I wish I could say I was thrilled to be writing this column. Then I would be part of the latest trend in optical business communications. I’m referring to the growing number of optical executives, from CEOs to mid-level managers, who seem to drop the word thrilled into their marketing materials and corporate announcements whenever possible. You could say they’re a bunch of thrill seekers.

As an editor, I’m probably more sensitive to semantics than most people are. But these thrill seekers are getting out of hand.

I just searched my hard drive and came up with 25 recent press releases in which an optical exec claimed to be “thrilled” about partnering with another vendor, hiring a new sales manager and extending its brand of lenses with new materials.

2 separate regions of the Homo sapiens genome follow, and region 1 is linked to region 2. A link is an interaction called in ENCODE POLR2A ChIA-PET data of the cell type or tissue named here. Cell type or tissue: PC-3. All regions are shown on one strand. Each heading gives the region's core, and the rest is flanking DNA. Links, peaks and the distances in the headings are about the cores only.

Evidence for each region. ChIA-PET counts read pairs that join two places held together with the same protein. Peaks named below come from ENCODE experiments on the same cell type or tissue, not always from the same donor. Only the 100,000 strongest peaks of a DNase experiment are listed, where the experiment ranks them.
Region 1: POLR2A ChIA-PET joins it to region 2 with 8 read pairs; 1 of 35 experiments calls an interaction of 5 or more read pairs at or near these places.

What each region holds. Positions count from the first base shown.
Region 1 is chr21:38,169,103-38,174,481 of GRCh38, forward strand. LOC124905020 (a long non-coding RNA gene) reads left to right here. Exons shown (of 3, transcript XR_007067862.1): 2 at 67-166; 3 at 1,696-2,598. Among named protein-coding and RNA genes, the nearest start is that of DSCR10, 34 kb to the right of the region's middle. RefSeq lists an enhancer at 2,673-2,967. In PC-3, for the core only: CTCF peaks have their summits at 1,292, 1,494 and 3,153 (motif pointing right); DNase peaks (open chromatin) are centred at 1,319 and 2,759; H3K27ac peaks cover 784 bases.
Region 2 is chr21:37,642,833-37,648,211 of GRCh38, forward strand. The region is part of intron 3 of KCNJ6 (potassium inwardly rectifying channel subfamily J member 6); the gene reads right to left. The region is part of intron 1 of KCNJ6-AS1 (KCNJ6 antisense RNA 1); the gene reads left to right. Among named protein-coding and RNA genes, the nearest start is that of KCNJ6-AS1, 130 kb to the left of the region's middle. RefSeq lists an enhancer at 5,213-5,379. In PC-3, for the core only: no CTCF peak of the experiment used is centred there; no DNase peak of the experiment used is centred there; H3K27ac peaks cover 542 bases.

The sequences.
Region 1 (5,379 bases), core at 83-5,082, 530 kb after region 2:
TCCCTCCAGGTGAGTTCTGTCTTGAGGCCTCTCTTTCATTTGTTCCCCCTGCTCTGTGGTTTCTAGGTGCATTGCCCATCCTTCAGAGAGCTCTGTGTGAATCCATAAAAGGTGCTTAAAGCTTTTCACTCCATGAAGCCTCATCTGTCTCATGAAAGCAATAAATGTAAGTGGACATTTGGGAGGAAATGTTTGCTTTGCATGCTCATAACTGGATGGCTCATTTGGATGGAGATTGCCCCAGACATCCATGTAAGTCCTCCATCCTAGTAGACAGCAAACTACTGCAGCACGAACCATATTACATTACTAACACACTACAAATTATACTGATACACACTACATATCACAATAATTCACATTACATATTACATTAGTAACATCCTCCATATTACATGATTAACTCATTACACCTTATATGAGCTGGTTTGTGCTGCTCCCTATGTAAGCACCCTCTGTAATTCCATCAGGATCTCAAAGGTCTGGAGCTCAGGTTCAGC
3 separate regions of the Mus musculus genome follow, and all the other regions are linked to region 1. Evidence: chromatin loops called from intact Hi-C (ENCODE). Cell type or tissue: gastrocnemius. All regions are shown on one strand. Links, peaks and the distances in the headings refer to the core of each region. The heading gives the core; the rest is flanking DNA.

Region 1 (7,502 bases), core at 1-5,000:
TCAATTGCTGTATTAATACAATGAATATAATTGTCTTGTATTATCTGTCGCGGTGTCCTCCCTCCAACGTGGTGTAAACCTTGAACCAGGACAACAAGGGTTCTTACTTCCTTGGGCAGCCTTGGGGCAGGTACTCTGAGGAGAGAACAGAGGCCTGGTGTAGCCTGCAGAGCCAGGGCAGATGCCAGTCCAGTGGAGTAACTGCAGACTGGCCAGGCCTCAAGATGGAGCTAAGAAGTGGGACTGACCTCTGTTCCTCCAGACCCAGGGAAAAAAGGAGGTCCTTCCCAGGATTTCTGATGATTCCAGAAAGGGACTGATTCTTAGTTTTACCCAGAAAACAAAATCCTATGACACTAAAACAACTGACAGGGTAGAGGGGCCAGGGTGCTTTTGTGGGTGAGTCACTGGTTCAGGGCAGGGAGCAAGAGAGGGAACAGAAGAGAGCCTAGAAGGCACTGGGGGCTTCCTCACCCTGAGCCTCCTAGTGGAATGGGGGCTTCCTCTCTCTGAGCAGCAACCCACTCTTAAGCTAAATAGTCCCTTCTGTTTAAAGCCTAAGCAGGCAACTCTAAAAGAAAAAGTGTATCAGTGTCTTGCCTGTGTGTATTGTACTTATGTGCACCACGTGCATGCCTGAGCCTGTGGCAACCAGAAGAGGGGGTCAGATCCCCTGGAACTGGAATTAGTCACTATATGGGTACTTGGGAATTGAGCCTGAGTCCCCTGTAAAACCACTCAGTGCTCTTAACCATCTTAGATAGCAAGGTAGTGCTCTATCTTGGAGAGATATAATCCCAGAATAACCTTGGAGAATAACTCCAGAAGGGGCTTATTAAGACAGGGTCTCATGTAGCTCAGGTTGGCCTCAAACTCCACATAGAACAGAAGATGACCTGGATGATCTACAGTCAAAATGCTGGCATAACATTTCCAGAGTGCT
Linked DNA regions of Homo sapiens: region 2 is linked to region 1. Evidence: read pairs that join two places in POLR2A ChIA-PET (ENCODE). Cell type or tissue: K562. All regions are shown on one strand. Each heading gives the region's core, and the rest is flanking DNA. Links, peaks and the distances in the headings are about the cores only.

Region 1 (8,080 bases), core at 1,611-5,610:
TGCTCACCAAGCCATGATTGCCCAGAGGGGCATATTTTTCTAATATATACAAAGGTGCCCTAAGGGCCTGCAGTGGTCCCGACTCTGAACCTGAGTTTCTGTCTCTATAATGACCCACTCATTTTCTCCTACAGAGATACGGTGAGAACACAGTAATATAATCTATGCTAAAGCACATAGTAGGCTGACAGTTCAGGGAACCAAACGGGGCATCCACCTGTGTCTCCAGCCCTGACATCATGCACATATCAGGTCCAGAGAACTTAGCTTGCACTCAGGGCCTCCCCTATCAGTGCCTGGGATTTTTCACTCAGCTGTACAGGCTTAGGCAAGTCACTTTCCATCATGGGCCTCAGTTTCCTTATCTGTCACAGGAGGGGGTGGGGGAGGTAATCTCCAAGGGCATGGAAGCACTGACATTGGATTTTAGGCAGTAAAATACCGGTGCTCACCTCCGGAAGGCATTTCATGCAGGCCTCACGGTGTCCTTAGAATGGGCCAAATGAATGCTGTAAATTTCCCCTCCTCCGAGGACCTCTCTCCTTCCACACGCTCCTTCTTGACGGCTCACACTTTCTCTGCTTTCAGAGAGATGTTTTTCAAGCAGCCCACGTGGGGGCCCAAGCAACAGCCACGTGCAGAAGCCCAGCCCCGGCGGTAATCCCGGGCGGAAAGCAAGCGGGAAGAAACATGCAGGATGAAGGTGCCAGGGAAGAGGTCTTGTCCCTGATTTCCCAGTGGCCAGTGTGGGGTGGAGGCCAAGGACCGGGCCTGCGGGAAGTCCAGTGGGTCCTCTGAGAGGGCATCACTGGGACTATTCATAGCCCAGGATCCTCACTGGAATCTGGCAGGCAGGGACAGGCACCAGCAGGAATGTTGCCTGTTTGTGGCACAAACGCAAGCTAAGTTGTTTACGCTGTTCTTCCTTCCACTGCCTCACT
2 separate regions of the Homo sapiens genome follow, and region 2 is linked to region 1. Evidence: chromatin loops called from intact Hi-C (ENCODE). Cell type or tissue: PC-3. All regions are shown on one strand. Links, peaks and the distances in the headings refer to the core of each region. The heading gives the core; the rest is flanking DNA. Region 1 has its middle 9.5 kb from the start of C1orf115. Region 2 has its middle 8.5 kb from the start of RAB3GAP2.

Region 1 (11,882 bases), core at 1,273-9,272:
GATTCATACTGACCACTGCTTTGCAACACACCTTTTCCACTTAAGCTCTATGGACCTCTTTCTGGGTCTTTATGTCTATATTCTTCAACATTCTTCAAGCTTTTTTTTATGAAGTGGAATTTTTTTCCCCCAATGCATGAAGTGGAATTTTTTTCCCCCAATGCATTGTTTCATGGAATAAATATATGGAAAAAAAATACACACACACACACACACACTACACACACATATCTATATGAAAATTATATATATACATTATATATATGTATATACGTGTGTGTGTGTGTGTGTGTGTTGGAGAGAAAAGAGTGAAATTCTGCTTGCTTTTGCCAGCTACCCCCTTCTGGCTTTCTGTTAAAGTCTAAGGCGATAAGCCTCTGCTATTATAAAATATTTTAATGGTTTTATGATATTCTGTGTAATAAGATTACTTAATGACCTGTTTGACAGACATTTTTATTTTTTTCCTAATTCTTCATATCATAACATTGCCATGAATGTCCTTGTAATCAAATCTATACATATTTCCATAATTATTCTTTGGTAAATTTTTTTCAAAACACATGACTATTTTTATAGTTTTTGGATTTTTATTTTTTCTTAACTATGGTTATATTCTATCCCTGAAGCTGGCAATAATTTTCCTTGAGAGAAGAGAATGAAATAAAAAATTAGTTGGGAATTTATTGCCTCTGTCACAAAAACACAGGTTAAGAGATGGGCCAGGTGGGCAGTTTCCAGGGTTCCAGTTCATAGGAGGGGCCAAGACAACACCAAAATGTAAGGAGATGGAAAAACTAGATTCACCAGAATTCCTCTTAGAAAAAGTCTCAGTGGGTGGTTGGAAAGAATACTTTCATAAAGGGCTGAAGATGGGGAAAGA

Certainly, there are important business events that are truly thrilling, such as launching a breakthrough technology or winning a lifetime achievement award. But using the word thrilled indiscriminately is nothing more than a “cheap” thrill. As with profanity, we become numb to its meaning if we hear it too often. How can we separate out the truly thrilling from the merely mundane if the word is so casually and frequently used?

The same point can be made about the word “premium,” especially as it relates to lenses. Far too many lens suppliers refer to their products as “premium,” when in fact that description may only be appropriate for certain products that exhibit outstanding characteristics which in turn can justify a higher price tag.

Here’s an idea for all you thrill seekers: How about making a New Year’s resolution to stop abusing your favorite word for at least six months. Then, try using it only for appropriate situations. To help you remember, keep in mind that famous B.B. King song, “The Thrill is Gone.”

Andrew Karp, akarp@jobson.com